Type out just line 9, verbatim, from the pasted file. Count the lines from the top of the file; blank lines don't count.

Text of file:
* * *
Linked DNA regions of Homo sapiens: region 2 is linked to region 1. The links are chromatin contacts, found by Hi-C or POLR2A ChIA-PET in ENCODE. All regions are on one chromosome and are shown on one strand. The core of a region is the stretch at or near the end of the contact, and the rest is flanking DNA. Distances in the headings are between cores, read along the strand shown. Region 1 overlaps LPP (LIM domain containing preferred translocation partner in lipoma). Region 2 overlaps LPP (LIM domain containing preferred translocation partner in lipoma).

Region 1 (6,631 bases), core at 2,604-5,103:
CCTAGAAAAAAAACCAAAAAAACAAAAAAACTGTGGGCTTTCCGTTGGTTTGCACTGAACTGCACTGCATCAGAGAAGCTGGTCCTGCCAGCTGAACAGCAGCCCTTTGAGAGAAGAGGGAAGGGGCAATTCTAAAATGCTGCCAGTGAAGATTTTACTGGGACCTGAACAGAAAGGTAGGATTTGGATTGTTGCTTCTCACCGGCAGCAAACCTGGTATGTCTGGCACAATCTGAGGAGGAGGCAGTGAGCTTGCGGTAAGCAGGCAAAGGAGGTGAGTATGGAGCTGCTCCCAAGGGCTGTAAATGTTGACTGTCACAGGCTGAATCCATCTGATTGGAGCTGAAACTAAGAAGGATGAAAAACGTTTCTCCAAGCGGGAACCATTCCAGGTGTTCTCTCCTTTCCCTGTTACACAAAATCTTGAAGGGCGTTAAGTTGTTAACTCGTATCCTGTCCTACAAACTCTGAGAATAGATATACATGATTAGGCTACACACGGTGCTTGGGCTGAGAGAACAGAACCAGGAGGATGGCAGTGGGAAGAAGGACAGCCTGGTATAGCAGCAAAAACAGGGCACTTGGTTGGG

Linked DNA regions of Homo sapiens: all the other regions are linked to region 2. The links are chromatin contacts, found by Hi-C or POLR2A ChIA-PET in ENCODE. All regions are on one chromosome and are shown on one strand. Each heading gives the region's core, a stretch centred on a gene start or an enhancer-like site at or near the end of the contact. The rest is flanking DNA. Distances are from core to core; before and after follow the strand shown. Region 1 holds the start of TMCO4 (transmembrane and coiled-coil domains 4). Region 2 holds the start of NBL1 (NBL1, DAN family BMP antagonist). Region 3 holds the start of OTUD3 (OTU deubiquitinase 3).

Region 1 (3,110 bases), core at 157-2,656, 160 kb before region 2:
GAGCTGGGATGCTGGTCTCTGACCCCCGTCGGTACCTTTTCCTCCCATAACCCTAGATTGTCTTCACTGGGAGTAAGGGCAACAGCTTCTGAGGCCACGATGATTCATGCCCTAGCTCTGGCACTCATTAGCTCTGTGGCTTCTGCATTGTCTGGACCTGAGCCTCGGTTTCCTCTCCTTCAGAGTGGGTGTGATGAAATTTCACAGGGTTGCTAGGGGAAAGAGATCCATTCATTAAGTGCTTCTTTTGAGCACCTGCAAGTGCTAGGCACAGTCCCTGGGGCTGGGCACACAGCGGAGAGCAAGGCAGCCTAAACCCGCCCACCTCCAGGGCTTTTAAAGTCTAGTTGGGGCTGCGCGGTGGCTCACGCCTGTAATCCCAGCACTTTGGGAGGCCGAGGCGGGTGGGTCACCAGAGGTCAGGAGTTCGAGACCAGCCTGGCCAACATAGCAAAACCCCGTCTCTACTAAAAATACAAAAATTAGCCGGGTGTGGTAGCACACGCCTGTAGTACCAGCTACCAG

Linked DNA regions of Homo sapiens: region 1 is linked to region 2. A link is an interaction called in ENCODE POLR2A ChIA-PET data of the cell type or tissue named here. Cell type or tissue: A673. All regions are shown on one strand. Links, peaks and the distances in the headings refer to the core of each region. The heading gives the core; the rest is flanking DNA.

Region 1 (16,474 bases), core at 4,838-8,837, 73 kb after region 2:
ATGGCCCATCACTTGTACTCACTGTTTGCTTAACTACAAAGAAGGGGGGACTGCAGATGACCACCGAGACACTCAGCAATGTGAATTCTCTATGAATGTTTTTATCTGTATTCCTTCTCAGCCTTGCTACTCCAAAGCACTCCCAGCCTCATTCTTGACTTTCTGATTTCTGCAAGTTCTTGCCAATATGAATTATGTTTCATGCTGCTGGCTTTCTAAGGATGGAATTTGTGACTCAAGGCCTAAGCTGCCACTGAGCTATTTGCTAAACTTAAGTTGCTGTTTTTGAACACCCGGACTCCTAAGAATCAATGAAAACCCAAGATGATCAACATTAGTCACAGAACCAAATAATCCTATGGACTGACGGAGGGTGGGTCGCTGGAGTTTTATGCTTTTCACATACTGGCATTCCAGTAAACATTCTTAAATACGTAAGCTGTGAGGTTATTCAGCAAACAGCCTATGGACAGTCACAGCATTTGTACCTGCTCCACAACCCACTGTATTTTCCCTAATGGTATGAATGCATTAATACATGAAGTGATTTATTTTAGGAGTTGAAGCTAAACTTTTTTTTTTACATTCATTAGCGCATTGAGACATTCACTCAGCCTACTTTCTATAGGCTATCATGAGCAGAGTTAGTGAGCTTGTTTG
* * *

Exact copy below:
ATGGCCCATCACTTGTACTCACTGTTTGCTTAACTACAAAGAAGGGGGGACTGCAGATGACCACCGAGACACTCAGCAATGTGAATTCTCTATGAATGTTTTTATCTGTATTCCTTCTCAGCCTTGCTACTCCAAAGCACTCCCAGCCTCATTCTTGACTTTCTGATTTCTGCAAGTTCTTGCCAATATGAATTATGTTTCATGCTGCTGGCTTTCTAAGGATGGAATTTGTGACTCAAGGCCTAAGCTGCCACTGAGCTATTTGCTAAACTTAAGTTGCTGTTTTTGAACACCCGGACTCCTAAGAATCAATGAAAACCCAAGATGATCAACATTAGTCACAGAACCAAATAATCCTATGGACTGACGGAGGGTGGGTCGCTGGAGTTTTATGCTTTTCACATACTGGCATTCCAGTAAACATTCTTAAATACGTAAGCTGTGAGGTTATTCAGCAAACAGCCTATGGACAGTCACAGCATTTGTACCTGCTCCACAACCCACTGTATTTTCCCTAATGGTATGAATGCATTAATACATGAAGTGATTTATTTTAGGAGTTGAAGCTAAACTTTTTTTTTTACATTCATTAGCGCATTGAGACATTCACTCAGCCTACTTTCTATAGGCTATCATGAGCAGAGTTAGTGAGCTTGTTTG